WASHINGTON – With a Texas company leading a charge to begin the controversial gas drilling practice known as hydraulic fracking in Virginia, environmentalists are calling for the state to adopt new drilling regulations.
“Virginia really has a golden opportunity. Modern shale gas drilling is not underway in this state in a significant way…(In other states) regulating the industry after the fact has been very challenging,” says Greg Buppert with the Southern Environmental Law Center.
Late last month, Maryland rolled out proposed regulation revisions to address fracking. And in mid-November, the National Forest Service recently reached a compromise to protect much of the woods in the Taylorsville Basin, which stretches from east of Richmond up through Prince George’s County (Maryland), could hold up to 1 trillion cubic feet of natural gas. A Dallas energy company plans to tap into that basin by drilling on tens of thousands of leased acres south and east of Fredericksburg. And some local officials have expressed concerns about some of the chemicals used in fracking being injected into an area near the Chesapeake Bay.
To date, drilling for natural gas in Virginia has occurred only in the southwest Coalfields region of the state.
“This is something that we are concerned about,” Virginia Secretary of Natural Resources Molly Ward says of the state’s drinking water supply. “The coastal aquifer that exists in the Taylorsville Basin is responsible or important to over 50 percent of Virginians in terms of water, and the water quality there cannot be compromised, it would be devastating,” she explains.
“Shale gas drilling is, in terms of scale and magnitude, different than the conventional drilling that’s gone on in the past in Virginia. It involves a lot more water, and typically has a much bigger footprint on the land,” Buppert charges.
The companies that back fracking say the process is safe, and they have developed a number of ways to limit the risk that anything will go wrong.
“Under Virginia’s current regulations, wastewater – this is water that’s produced out of the well and may include fracking fluids, it also includes the brine that is trapped in the shale reservoir – that wastewater can be approved to be… sprayed around on the land to be disposed of,” Buppert says.
Hydraulic fracking is done by drilling wells down, then horizontally into the shale where gas is trapped. The gas is forced out by forcing a mix of water and chemicals down into the shale.
Ward says the Department of Environmental Quality and Department of Mines, Minerals and Energy will work together to keep a close eye on the potential for pollution.
“The concern really I think is long term, and not short term, if a permit came to the office today it could be in review for over two years,” Ward says.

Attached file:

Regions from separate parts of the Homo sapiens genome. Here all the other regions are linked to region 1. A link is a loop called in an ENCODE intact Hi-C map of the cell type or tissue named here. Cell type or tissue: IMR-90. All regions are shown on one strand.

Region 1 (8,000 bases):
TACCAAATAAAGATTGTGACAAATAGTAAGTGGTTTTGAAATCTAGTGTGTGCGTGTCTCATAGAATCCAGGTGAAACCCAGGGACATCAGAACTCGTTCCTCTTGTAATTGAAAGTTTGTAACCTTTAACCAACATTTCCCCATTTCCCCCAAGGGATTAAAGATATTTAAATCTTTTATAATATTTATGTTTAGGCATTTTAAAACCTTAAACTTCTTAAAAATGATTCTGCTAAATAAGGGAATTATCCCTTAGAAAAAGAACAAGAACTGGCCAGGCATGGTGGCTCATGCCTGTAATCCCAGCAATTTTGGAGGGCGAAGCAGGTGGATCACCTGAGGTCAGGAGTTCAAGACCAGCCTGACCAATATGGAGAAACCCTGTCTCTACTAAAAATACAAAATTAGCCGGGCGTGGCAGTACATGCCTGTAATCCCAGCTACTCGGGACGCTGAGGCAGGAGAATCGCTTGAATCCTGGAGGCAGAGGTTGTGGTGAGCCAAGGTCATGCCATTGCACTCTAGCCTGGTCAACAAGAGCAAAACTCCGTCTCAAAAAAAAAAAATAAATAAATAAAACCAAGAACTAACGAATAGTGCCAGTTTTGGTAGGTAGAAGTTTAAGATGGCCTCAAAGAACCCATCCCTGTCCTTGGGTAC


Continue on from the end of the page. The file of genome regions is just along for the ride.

“Right now, the company out of Texas…is not, to the best of our knowledge, a drilling company. So this would be a situation where the leases were flipped, and some other permitee would make an application to the state. So I see this as a problem that will exist for the next administration, or (the) administration beyond us,” she adds.
Municipalities play a role
State regulations govern the actual extraction process. But Ward says it may be local governments that have more control exactly where the wells are located and what operations are allowed above ground.
“I think there’s concerns about prohibiting certain activities in certain municipalities. But local government still has a huge amount of zoning authority that we believe could very much come into play,” Ward says.
Recently, the state Department of Mines, Minerals and Energy recommended that the chemicals used in fracking be disclosed, and that there be more water quality testing in areas that will have wells.
Buppert, the environmental advocate, does not believe that is enough.
“Most of the states that are dealing with this industry, have taken a much more comprehensive approach to regulating shale gas drilling, so their regulations include requirements for wastewater pits, they include requirements for important setbacks to keep wastewater pits and drilling rigs out of the 100-year flood plain.”
Maryland recently rolled out suggestions for new rules for fracking after years of study. It is not clear how closely incoming Republican Gov. Larry Hogan will follow the final, draft report.
“The existing regulations for oil and gas development in Maryland are out of date and unsuitable for horizontal drilling and high volume hydraulic fracturing,” the report, released Nov. 25, says.
It recommends monitoring for pollution, and more research into whether “best practices” that have been developed actually keep the public safe.
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